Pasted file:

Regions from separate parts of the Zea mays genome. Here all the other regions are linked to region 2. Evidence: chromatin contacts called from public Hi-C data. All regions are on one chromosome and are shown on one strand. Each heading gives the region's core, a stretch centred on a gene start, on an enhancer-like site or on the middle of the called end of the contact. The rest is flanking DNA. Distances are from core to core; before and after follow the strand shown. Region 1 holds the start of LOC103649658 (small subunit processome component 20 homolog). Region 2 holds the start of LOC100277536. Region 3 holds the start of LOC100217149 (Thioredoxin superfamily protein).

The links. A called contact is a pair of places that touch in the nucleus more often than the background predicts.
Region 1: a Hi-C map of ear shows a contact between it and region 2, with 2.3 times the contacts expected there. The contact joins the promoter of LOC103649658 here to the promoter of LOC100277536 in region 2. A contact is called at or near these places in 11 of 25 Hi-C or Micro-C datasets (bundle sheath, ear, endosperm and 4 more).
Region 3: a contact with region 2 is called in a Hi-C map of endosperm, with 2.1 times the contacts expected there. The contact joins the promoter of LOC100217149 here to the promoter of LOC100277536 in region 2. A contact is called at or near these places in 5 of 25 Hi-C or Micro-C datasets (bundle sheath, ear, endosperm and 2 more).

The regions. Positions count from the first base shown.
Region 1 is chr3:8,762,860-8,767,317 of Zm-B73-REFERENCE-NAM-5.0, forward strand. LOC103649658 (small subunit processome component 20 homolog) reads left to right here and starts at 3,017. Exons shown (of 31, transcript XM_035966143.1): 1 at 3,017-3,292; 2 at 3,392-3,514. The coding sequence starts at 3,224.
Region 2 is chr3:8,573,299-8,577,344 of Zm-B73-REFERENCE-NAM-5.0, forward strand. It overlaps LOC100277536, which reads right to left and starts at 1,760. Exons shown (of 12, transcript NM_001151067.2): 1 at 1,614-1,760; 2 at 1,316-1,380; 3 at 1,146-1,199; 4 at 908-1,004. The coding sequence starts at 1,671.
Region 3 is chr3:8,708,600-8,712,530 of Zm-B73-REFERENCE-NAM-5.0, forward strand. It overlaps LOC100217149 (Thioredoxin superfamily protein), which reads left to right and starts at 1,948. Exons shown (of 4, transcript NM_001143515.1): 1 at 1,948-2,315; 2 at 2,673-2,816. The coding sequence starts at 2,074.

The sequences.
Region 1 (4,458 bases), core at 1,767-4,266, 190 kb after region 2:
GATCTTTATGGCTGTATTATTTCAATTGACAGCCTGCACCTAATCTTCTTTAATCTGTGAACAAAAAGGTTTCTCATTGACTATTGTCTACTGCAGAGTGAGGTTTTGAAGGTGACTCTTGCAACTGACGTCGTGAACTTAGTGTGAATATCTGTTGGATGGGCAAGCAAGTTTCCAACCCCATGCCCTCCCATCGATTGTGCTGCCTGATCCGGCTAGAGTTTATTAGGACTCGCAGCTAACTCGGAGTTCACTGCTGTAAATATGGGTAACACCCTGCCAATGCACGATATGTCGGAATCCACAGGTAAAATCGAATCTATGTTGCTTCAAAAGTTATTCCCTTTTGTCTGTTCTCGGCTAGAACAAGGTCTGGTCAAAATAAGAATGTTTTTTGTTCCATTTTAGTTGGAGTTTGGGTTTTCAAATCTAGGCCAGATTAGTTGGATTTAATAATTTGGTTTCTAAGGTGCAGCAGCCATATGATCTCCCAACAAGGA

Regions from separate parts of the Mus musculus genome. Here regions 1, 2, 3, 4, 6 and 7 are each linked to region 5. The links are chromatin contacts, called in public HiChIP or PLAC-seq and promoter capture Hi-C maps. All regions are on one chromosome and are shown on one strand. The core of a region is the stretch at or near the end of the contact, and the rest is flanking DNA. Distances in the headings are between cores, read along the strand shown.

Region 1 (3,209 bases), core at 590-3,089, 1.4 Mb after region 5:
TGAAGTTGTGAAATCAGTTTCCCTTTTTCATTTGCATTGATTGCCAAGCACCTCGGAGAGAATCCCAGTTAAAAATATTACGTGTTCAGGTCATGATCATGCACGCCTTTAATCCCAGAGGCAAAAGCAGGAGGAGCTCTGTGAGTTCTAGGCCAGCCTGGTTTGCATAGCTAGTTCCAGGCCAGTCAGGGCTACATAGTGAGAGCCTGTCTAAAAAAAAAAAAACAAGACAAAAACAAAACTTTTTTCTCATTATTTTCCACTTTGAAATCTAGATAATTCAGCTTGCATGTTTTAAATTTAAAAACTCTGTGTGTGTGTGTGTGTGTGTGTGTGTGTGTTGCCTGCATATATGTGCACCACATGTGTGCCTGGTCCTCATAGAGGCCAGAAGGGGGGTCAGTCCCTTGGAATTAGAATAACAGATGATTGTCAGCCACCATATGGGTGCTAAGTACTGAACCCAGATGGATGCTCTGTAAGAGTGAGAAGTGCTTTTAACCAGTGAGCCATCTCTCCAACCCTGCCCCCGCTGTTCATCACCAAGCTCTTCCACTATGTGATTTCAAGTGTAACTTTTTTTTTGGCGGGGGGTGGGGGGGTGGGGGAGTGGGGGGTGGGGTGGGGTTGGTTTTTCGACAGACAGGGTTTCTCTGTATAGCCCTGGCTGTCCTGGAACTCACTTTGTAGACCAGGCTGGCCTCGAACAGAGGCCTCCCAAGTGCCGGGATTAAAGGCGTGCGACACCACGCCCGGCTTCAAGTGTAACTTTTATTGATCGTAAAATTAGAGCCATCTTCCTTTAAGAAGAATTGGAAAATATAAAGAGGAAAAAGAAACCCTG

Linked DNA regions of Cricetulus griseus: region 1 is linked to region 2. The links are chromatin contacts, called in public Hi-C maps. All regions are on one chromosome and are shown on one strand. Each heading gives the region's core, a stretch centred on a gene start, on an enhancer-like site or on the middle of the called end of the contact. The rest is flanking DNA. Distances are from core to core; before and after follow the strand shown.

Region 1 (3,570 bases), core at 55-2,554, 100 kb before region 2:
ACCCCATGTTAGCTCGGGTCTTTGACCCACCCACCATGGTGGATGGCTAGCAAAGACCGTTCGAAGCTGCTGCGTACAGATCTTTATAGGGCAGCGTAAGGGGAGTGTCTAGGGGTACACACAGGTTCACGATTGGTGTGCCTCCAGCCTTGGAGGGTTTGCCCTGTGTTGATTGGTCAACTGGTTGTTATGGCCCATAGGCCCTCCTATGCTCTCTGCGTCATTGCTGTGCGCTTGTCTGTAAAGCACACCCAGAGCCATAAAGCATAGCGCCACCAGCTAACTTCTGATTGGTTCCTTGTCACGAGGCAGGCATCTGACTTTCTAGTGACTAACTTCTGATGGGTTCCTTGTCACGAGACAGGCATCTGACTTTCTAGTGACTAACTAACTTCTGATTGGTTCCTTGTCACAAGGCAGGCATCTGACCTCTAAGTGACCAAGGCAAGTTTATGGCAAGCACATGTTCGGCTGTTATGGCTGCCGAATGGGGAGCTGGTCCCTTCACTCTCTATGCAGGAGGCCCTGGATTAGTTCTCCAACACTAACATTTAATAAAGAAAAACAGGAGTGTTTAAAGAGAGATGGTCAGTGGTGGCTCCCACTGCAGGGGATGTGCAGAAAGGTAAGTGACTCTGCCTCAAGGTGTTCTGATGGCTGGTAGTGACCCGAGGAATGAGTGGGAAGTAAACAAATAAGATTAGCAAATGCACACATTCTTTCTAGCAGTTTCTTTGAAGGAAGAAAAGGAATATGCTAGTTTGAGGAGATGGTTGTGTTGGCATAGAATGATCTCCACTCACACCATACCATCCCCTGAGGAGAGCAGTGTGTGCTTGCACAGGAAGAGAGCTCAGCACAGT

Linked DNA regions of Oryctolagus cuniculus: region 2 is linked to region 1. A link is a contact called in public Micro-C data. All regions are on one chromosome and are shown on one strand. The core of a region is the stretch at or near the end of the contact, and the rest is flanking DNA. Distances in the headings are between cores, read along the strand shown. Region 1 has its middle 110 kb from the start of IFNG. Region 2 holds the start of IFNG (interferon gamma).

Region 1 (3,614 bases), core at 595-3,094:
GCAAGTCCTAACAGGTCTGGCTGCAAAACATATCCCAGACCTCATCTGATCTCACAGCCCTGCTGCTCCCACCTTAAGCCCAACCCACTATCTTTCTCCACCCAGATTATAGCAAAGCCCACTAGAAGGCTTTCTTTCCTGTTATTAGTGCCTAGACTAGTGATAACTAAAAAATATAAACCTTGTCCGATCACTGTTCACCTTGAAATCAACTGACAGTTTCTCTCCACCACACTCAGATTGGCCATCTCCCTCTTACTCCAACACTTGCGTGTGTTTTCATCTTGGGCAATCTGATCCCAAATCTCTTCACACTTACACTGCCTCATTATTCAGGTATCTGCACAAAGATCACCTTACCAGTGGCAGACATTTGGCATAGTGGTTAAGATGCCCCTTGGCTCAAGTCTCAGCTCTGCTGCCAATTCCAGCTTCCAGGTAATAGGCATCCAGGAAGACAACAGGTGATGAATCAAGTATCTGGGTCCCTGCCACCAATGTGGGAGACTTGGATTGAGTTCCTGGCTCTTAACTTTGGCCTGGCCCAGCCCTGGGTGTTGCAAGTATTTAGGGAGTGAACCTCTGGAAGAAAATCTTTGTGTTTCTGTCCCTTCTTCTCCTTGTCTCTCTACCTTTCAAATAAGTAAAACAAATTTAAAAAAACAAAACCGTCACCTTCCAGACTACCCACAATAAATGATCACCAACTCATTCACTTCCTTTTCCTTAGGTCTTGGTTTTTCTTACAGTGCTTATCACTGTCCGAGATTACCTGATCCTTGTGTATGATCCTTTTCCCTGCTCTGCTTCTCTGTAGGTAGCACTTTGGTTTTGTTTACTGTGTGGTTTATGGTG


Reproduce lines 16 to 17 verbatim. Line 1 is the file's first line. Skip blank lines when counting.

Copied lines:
Region 1 (3,570 bases), core at 55-2,554, 100 kb before region 2:
ACCCCATGTTAGCTCGGGTCTTTGACCCACCCACCATGGTGGATGGCTAGCAAAGACCGTTCGAAGCTGCTGCGTACAGATCTTTATAGGGCAGCGTAAGGGGAGTGTCTAGGGGTACACACAGGTTCACGATTGGTGTGCCTCCAGCCTTGGAGGGTTTGCCCTGTGTTGATTGGTCAACTGGTTGTTATGGCCCATAGGCCCTCCTATGCTCTCTGCGTCATTGCTGTGCGCTTGTCTGTAAAGCACACCCAGAGCCATAAAGCATAGCGCCACCAGCTAACTTCTGATTGGTTCCTTGTCACGAGGCAGGCATCTGACTTTCTAGTGACTAACTTCTGATGGGTTCCTTGTCACGAGACAGGCATCTGACTTTCTAGTGACTAACTAACTTCTGATTGGTTCCTTGTCACAAGGCAGGCATCTGACCTCTAAGTGACCAAGGCAAGTTTATGGCAAGCACATGTTCGGCTGTTATGGCTGCCGAATGGGGAGCTGGTCCCTTCACTCTCTATGCAGGAGGCCCTGGATTAGTTCTCCAACACTAACATTTAATAAAGAAAAACAGGAGTGTTTAAAGAGAGATGGTCAGTGGTGGCTCCCACTGCAGGGGATGTGCAGAAAGGTAAGTGACTCTGCCTCAAGGTGTTCTGATGGCTGGTAGTGACCCGAGGAATGAGTGGGAAGTAAACAAATAAGATTAGCAAATGCACACATTCTTTCTAGCAGTTTCTTTGAAGGAAGAAAAGGAATATGCTAGTTTGAGGAGATGGTTGTGTTGGCATAGAATGATCTCCACTCACACCATACCATCCCCTGAGGAGAGCAGTGTGTGCTTGCACAGGAAGAGAGCTCAGCACAGT